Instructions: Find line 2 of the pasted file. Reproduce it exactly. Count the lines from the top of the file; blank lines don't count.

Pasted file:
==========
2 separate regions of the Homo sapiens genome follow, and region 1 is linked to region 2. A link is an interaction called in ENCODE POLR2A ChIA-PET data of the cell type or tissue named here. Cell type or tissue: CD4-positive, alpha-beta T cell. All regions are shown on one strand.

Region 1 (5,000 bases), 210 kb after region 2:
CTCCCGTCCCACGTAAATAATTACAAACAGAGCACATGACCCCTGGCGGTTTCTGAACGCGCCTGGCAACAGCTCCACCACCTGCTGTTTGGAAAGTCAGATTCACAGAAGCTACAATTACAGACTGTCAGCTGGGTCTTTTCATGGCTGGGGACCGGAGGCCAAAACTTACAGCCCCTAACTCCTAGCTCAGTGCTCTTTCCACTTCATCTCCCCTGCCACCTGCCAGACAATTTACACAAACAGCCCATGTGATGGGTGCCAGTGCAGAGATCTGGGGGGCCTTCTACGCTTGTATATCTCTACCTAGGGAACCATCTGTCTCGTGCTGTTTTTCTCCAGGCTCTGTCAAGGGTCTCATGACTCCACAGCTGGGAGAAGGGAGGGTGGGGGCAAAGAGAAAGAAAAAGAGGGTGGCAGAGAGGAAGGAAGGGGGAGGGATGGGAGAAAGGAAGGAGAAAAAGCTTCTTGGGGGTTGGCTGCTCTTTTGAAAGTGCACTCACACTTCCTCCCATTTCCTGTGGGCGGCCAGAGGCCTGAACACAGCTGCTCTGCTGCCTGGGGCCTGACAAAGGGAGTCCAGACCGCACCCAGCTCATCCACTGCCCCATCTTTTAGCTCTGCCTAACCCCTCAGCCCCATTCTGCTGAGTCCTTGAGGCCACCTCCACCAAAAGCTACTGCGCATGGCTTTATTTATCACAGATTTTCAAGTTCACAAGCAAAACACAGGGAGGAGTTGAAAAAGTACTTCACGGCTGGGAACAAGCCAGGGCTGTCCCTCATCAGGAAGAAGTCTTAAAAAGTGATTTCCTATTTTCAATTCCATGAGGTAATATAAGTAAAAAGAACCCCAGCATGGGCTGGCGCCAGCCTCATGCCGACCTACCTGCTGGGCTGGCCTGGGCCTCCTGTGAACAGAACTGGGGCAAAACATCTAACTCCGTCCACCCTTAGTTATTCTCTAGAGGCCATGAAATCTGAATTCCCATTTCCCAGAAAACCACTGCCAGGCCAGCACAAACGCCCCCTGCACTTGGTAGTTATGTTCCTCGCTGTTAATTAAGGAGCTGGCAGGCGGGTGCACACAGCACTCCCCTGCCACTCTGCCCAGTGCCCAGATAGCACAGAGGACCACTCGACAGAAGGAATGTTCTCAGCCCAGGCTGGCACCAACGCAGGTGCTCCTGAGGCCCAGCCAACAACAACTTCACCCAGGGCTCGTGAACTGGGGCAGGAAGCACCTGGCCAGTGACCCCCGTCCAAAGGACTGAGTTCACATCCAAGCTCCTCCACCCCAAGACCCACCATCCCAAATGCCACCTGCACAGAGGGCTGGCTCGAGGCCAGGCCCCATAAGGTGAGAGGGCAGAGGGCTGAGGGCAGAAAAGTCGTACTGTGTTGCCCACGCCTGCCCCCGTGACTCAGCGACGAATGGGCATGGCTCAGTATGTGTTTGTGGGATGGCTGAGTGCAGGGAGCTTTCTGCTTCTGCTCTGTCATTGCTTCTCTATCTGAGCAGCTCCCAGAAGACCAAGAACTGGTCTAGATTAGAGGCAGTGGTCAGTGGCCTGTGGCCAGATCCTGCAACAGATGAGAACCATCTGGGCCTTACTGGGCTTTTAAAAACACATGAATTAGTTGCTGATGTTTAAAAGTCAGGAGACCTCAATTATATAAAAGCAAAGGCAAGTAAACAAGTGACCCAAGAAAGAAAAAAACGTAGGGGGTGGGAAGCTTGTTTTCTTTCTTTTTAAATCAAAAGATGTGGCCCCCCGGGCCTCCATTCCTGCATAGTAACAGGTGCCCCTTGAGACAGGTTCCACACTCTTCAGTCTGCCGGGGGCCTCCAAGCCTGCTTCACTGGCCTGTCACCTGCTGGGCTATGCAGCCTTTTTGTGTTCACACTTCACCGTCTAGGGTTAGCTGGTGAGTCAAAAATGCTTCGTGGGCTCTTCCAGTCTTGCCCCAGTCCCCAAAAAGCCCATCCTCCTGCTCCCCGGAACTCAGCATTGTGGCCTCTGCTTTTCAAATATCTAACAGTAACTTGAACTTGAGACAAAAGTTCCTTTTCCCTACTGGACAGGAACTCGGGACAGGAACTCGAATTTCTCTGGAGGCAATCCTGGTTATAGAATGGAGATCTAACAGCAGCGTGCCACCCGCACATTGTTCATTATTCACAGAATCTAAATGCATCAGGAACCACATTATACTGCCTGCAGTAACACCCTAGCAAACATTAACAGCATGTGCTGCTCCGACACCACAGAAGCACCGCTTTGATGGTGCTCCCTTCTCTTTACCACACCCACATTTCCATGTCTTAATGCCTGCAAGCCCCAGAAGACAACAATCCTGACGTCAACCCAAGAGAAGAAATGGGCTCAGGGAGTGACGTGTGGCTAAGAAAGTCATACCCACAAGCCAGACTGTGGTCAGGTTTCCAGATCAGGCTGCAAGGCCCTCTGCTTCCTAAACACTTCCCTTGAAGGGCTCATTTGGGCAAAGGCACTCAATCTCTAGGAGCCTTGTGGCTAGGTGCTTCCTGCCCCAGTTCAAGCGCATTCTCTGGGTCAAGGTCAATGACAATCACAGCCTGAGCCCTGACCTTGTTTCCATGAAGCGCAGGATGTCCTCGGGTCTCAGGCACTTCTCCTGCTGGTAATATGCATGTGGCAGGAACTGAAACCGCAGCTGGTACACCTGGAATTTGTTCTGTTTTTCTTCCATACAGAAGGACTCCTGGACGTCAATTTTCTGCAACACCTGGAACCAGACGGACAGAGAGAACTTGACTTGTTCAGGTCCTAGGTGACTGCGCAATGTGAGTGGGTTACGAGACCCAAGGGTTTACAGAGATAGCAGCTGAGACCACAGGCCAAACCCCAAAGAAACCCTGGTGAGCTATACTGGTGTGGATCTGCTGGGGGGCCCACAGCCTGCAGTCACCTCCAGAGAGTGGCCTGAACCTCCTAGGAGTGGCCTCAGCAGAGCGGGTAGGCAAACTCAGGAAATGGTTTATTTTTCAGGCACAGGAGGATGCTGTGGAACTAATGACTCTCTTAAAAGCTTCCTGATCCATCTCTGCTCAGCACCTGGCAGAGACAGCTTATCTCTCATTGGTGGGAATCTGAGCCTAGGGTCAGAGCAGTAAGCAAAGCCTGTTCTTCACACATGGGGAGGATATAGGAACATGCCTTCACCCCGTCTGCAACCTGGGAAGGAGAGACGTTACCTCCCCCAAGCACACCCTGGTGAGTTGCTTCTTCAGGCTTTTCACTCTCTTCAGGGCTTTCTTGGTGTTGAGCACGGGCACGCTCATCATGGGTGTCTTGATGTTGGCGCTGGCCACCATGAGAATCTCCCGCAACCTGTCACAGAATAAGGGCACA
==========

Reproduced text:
Region 1 (5,000 bases), 210 kb after region 2: